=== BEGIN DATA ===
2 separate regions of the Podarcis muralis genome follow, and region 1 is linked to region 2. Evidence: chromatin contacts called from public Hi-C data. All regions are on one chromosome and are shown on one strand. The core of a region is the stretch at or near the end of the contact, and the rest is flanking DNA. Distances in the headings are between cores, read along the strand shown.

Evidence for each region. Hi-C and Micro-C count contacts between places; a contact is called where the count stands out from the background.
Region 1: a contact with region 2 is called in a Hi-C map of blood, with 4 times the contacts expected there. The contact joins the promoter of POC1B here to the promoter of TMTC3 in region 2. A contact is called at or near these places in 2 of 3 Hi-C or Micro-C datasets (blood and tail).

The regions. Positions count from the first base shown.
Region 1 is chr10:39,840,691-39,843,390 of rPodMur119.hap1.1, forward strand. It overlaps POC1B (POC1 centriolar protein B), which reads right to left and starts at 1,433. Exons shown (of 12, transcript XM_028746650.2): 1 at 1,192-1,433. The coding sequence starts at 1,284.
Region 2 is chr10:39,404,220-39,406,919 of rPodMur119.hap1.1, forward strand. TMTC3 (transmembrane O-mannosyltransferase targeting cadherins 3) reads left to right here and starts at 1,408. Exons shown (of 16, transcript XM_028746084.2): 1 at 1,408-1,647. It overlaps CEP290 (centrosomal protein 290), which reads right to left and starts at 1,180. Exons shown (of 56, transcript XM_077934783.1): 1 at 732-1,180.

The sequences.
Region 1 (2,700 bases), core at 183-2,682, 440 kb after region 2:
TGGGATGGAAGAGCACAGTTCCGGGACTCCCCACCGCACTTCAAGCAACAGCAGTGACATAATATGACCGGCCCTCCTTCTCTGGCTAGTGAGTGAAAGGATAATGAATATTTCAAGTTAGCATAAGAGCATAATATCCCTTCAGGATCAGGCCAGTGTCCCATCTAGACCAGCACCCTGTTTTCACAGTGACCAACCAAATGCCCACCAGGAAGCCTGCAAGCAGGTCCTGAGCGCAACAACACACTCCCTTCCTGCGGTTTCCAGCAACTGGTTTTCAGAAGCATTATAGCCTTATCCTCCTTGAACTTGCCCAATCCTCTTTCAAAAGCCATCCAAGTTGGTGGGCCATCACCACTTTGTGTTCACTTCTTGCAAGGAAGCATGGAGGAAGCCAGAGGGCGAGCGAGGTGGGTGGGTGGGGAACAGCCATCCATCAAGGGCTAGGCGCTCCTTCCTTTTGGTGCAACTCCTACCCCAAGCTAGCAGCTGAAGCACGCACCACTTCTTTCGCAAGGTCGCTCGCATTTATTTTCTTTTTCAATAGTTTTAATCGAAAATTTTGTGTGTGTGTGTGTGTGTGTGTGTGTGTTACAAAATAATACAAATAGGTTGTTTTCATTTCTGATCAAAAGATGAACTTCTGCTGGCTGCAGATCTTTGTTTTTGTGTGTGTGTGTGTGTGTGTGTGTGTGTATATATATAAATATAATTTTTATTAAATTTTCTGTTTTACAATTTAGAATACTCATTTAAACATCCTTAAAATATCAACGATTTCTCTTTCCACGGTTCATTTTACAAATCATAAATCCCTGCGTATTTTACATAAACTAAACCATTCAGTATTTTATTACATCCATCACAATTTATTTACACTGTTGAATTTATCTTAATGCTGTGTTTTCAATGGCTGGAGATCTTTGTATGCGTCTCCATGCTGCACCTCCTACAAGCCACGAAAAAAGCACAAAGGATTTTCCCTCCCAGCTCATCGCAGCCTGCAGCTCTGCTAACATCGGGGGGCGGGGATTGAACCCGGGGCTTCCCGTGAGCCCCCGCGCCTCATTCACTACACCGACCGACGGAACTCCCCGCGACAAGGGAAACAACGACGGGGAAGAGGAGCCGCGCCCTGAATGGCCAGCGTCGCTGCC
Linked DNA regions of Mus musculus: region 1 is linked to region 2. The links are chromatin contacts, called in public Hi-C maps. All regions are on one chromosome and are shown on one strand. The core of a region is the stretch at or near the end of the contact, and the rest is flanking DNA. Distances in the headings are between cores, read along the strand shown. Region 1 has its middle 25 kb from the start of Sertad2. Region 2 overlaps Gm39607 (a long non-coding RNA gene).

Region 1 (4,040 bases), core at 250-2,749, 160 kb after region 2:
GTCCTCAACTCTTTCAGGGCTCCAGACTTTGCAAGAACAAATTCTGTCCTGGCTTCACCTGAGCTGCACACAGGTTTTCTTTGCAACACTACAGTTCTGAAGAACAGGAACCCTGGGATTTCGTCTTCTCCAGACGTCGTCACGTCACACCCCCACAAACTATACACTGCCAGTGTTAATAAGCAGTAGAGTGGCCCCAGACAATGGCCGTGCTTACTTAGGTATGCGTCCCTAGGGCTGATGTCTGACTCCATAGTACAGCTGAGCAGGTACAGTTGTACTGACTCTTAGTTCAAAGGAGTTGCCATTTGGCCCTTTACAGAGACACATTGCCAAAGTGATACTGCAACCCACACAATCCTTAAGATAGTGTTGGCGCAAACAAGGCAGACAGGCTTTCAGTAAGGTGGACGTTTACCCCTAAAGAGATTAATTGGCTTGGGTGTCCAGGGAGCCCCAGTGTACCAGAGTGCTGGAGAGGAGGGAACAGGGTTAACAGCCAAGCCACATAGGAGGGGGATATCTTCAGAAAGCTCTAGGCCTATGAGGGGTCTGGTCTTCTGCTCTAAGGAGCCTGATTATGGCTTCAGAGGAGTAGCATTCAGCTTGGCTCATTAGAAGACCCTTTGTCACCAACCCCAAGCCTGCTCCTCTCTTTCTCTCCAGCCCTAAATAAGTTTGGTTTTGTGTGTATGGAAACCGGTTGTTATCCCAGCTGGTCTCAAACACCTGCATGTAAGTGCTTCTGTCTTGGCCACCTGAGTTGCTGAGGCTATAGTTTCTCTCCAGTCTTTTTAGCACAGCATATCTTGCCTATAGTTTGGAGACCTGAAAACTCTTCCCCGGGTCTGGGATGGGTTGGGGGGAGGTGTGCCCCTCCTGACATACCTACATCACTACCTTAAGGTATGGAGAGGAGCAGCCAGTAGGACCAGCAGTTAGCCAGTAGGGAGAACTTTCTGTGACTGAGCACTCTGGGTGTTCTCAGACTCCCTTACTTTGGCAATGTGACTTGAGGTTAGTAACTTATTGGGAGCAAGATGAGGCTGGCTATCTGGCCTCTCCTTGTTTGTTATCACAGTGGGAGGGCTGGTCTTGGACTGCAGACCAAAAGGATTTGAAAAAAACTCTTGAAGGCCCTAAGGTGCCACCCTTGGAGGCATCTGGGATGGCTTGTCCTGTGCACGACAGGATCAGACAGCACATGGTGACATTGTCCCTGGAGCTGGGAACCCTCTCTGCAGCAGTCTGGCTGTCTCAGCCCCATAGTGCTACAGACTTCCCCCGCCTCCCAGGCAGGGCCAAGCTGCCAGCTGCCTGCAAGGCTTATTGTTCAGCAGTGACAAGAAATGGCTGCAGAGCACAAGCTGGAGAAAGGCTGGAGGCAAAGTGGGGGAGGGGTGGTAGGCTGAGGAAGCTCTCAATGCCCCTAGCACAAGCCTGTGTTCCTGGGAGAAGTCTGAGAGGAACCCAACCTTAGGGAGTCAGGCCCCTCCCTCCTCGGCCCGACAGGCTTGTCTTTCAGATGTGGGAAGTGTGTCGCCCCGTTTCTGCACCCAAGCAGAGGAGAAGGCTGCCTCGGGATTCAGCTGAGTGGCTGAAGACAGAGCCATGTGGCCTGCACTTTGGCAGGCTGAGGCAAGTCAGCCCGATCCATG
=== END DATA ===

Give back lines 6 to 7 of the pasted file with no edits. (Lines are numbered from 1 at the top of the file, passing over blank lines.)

Region 2 is chr10:39,404,220-39,406,919 of rPodMur119.hap1.1, forward strand. TMTC3 (transmembrane O-mannosyltransferase targeting cadherins 3) reads left to right here and starts at 1,408. Exons shown (of 16, transcript XM_028746084.2): 1 at 1,408-1,647. It overlaps CEP290 (centrosomal protein 290), which reads right to left and starts at 1,180. Exons shown (of 56, transcript XM_077934783.1): 1 at 732-1,180.

The sequences.